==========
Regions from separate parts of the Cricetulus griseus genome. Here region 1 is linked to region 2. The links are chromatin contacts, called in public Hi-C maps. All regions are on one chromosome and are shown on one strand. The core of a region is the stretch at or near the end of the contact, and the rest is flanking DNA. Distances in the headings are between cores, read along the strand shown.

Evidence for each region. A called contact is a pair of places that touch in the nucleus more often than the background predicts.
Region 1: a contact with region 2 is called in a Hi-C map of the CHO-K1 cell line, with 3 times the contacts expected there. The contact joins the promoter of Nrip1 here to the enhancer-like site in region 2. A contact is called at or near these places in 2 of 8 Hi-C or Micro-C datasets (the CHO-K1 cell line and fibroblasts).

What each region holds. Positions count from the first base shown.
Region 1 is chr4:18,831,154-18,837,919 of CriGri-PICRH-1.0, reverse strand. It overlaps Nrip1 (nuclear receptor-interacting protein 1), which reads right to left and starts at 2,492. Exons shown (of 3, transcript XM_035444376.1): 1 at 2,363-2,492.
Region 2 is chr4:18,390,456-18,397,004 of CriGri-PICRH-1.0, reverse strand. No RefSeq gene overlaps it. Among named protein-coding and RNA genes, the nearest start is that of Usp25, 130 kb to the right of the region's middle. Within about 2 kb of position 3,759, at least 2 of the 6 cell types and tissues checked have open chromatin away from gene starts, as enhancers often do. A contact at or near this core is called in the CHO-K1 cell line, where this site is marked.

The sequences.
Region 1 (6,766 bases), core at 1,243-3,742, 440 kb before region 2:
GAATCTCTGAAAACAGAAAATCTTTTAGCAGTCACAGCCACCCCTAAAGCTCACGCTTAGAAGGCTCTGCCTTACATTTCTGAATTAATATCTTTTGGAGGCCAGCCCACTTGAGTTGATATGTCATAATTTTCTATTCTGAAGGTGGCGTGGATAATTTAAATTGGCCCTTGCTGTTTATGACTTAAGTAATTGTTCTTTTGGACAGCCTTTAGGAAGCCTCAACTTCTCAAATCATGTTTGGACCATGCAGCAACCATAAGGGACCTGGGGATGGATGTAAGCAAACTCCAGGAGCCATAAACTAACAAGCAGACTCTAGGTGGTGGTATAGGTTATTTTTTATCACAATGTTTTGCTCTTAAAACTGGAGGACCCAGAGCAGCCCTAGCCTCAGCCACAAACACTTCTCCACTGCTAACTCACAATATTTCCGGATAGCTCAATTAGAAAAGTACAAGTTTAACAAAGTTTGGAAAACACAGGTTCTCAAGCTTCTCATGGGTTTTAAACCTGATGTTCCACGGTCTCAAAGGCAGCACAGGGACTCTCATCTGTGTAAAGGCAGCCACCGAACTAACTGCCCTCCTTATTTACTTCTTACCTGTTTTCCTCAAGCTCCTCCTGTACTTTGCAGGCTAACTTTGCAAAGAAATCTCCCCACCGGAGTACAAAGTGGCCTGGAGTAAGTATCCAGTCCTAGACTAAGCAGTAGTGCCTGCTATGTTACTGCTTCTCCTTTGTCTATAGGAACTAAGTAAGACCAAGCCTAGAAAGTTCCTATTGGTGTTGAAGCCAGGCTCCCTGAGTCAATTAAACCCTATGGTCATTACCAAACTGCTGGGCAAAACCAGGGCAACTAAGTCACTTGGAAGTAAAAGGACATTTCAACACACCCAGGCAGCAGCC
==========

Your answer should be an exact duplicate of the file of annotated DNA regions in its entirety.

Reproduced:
Regions from separate parts of the Cricetulus griseus genome. Here region 1 is linked to region 2. The links are chromatin contacts, called in public Hi-C maps. All regions are on one chromosome and are shown on one strand. The core of a region is the stretch at or near the end of the contact, and the rest is flanking DNA. Distances in the headings are between cores, read along the strand shown.

Evidence for each region. A called contact is a pair of places that touch in the nucleus more often than the background predicts.
Region 1: a contact with region 2 is called in a Hi-C map of the CHO-K1 cell line, with 3 times the contacts expected there. The contact joins the promoter of Nrip1 here to the enhancer-like site in region 2. A contact is called at or near these places in 2 of 8 Hi-C or Micro-C datasets (the CHO-K1 cell line and fibroblasts).

What each region holds. Positions count from the first base shown.
Region 1 is chr4:18,831,154-18,837,919 of CriGri-PICRH-1.0, reverse strand. It overlaps Nrip1 (nuclear receptor-interacting protein 1), which reads right to left and starts at 2,492. Exons shown (of 3, transcript XM_035444376.1): 1 at 2,363-2,492.
Region 2 is chr4:18,390,456-18,397,004 of CriGri-PICRH-1.0, reverse strand. No RefSeq gene overlaps it. Among named protein-coding and RNA genes, the nearest start is that of Usp25, 130 kb to the right of the region's middle. Within about 2 kb of position 3,759, at least 2 of the 6 cell types and tissues checked have open chromatin away from gene starts, as enhancers often do. A contact at or near this core is called in the CHO-K1 cell line, where this site is marked.

The sequences.
Region 1 (6,766 bases), core at 1,243-3,742, 440 kb before region 2:
GAATCTCTGAAAACAGAAAATCTTTTAGCAGTCACAGCCACCCCTAAAGCTCACGCTTAGAAGGCTCTGCCTTACATTTCTGAATTAATATCTTTTGGAGGCCAGCCCACTTGAGTTGATATGTCATAATTTTCTATTCTGAAGGTGGCGTGGATAATTTAAATTGGCCCTTGCTGTTTATGACTTAAGTAATTGTTCTTTTGGACAGCCTTTAGGAAGCCTCAACTTCTCAAATCATGTTTGGACCATGCAGCAACCATAAGGGACCTGGGGATGGATGTAAGCAAACTCCAGGAGCCATAAACTAACAAGCAGACTCTAGGTGGTGGTATAGGTTATTTTTTATCACAATGTTTTGCTCTTAAAACTGGAGGACCCAGAGCAGCCCTAGCCTCAGCCACAAACACTTCTCCACTGCTAACTCACAATATTTCCGGATAGCTCAATTAGAAAAGTACAAGTTTAACAAAGTTTGGAAAACACAGGTTCTCAAGCTTCTCATGGGTTTTAAACCTGATGTTCCACGGTCTCAAAGGCAGCACAGGGACTCTCATCTGTGTAAAGGCAGCCACCGAACTAACTGCCCTCCTTATTTACTTCTTACCTGTTTTCCTCAAGCTCCTCCTGTACTTTGCAGGCTAACTTTGCAAAGAAATCTCCCCACCGGAGTACAAAGTGGCCTGGAGTAAGTATCCAGTCCTAGACTAAGCAGTAGTGCCTGCTATGTTACTGCTTCTCCTTTGTCTATAGGAACTAAGTAAGACCAAGCCTAGAAAGTTCCTATTGGTGTTGAAGCCAGGCTCCCTGAGTCAATTAAACCCTATGGTCATTACCAAACTGCTGGGCAAAACCAGGGCAACTAAGTCACTTGGAAGTAAAAGGACATTTCAACACACCCAGGCAGCAGCC